24 GHz MIMO Channel Measurements for Indoor Environments


Multiple antennas at transmitter and receiver introduce spatial degrees of freedom into a wireless communication system. Space-time signal processing utilizes these degrees of freedom to boost link capacity and/or to enhance link reliability of multiple-input multiple-output (MIMO) communication systems. With spatial multiplexing one can increase the data rate without additional cost of bandwidth or power by transmitting data streams simultaneously over spatial sub-channels which are available in a rich scattering environment.

It is expected that future wireless broadband communication systems will operate beyond 5 GHz. Examples are wireless local area networks (WLANs) operating in license-free frequency bands at 17 GHz (Hiperlan) or at 24/60 GHz (ISM bands). In higher frequency bands it is possible to accommodate a larger number of antennas in a given volume (rich array) because the array size scales down with increasing frequency.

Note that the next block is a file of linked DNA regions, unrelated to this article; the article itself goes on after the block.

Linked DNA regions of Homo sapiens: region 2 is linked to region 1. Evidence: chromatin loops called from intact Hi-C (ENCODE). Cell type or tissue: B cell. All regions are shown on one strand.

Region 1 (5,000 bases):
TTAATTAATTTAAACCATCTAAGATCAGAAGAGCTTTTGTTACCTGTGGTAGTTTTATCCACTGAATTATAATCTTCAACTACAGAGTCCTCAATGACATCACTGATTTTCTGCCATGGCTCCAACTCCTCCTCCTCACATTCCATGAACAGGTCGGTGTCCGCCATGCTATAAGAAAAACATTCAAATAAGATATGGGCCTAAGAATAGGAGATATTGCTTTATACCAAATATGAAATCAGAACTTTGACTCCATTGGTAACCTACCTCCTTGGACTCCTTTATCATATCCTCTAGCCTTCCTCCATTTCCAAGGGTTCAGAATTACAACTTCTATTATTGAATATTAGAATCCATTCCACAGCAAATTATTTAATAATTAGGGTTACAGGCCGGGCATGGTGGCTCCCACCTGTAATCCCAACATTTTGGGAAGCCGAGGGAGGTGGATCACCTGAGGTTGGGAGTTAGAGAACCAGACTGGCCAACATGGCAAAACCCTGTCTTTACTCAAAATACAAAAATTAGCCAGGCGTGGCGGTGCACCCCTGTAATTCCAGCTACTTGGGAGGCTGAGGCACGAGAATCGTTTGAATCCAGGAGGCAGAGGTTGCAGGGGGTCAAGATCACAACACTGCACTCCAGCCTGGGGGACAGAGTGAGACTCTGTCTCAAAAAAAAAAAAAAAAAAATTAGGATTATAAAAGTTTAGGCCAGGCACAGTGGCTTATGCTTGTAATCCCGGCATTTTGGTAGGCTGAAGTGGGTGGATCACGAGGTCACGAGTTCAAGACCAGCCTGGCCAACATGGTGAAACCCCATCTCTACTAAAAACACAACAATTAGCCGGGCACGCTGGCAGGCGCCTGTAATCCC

For zero-mean i.i.d. Gaussian channel coefficients the ergodic capacity of a MIMO channel with M transmit and N receive antennas scales linearly with min{M,N} compared to a corresponding single-input single-output (SISO) channel. However, there is a major obstacle in the practical exploitation of MIMO technology: the capacity gain depends strongly on the propagation environment and diminishes with increasing correlation of the channel coefficients. In higher frequency bands we expect an increase in correlation because the propagation channel becomes more and more line-of-sight (LOS) and we are confronted with a rich array -- poor scattering regime.

In this project you will perform virtual MIMO channel measurements at 24 GHz with our ECHO24 measurement system. From the measurements you will evaluate important channel parameters such as angular spread, condition number and rank of the channel matrices. The goal is to quantify the multiplexing cabability of indoor MIMO channels at 24 GHz.

Subject area MIMO channel measurements, MIMO communications, MIMO channel models
Type of work 50% measurements, 30% Matlab, 20% theory
Supervisor Dr. Boris Rankov
Professor Prof. Dr. Armin Wittneben